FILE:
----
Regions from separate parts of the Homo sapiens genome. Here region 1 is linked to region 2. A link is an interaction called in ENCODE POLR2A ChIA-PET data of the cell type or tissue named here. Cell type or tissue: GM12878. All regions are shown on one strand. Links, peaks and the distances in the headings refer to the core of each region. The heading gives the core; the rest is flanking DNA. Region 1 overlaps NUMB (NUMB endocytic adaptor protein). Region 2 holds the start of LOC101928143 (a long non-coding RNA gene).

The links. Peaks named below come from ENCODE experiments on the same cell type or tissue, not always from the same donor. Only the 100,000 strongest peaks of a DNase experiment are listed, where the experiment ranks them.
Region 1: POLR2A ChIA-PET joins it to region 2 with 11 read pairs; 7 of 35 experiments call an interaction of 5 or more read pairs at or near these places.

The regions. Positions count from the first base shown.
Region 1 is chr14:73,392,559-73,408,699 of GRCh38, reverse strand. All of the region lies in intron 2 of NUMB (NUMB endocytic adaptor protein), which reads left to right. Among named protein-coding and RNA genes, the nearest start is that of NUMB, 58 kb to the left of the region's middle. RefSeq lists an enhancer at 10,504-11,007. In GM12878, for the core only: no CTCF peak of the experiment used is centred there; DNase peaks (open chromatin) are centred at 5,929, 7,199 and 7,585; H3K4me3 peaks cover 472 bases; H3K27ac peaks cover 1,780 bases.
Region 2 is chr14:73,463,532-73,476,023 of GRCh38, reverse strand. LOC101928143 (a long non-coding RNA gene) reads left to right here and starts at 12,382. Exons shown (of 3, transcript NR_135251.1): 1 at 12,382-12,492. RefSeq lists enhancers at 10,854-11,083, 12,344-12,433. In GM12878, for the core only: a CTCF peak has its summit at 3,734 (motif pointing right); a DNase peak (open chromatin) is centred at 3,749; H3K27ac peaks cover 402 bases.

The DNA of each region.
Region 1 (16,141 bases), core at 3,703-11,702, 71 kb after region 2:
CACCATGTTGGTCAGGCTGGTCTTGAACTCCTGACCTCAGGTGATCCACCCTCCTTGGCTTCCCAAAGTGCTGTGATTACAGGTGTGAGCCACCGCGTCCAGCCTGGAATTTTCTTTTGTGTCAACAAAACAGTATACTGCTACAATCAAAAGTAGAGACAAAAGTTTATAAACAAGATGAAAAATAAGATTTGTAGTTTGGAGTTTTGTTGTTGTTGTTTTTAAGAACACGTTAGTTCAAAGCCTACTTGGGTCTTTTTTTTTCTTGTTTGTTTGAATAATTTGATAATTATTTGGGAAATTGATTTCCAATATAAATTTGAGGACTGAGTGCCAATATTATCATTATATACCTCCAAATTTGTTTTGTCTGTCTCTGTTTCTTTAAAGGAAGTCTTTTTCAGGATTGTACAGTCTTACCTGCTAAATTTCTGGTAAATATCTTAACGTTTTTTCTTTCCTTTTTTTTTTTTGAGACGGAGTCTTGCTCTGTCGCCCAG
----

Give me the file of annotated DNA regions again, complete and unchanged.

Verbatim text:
Regions from separate parts of the Homo sapiens genome. Here region 1 is linked to region 2. A link is an interaction called in ENCODE POLR2A ChIA-PET data of the cell type or tissue named here. Cell type or tissue: GM12878. All regions are shown on one strand. Links, peaks and the distances in the headings refer to the core of each region. The heading gives the core; the rest is flanking DNA. Region 1 overlaps NUMB (NUMB endocytic adaptor protein). Region 2 holds the start of LOC101928143 (a long non-coding RNA gene).

The links. Peaks named below come from ENCODE experiments on the same cell type or tissue, not always from the same donor. Only the 100,000 strongest peaks of a DNase experiment are listed, where the experiment ranks them.
Region 1: POLR2A ChIA-PET joins it to region 2 with 11 read pairs; 7 of 35 experiments call an interaction of 5 or more read pairs at or near these places.

The regions. Positions count from the first base shown.
Region 1 is chr14:73,392,559-73,408,699 of GRCh38, reverse strand. All of the region lies in intron 2 of NUMB (NUMB endocytic adaptor protein), which reads left to right. Among named protein-coding and RNA genes, the nearest start is that of NUMB, 58 kb to the left of the region's middle. RefSeq lists an enhancer at 10,504-11,007. In GM12878, for the core only: no CTCF peak of the experiment used is centred there; DNase peaks (open chromatin) are centred at 5,929, 7,199 and 7,585; H3K4me3 peaks cover 472 bases; H3K27ac peaks cover 1,780 bases.
Region 2 is chr14:73,463,532-73,476,023 of GRCh38, reverse strand. LOC101928143 (a long non-coding RNA gene) reads left to right here and starts at 12,382. Exons shown (of 3, transcript NR_135251.1): 1 at 12,382-12,492. RefSeq lists enhancers at 10,854-11,083, 12,344-12,433. In GM12878, for the core only: a CTCF peak has its summit at 3,734 (motif pointing right); a DNase peak (open chromatin) is centred at 3,749; H3K27ac peaks cover 402 bases.

The DNA of each region.
Region 1 (16,141 bases), core at 3,703-11,702, 71 kb after region 2:
CACCATGTTGGTCAGGCTGGTCTTGAACTCCTGACCTCAGGTGATCCACCCTCCTTGGCTTCCCAAAGTGCTGTGATTACAGGTGTGAGCCACCGCGTCCAGCCTGGAATTTTCTTTTGTGTCAACAAAACAGTATACTGCTACAATCAAAAGTAGAGACAAAAGTTTATAAACAAGATGAAAAATAAGATTTGTAGTTTGGAGTTTTGTTGTTGTTGTTTTTAAGAACACGTTAGTTCAAAGCCTACTTGGGTCTTTTTTTTTCTTGTTTGTTTGAATAATTTGATAATTATTTGGGAAATTGATTTCCAATATAAATTTGAGGACTGAGTGCCAATATTATCATTATATACCTCCAAATTTGTTTTGTCTGTCTCTGTTTCTTTAAAGGAAGTCTTTTTCAGGATTGTACAGTCTTACCTGCTAAATTTCTGGTAAATATCTTAACGTTTTTTCTTTCCTTTTTTTTTTTTGAGACGGAGTCTTGCTCTGTCGCCCAG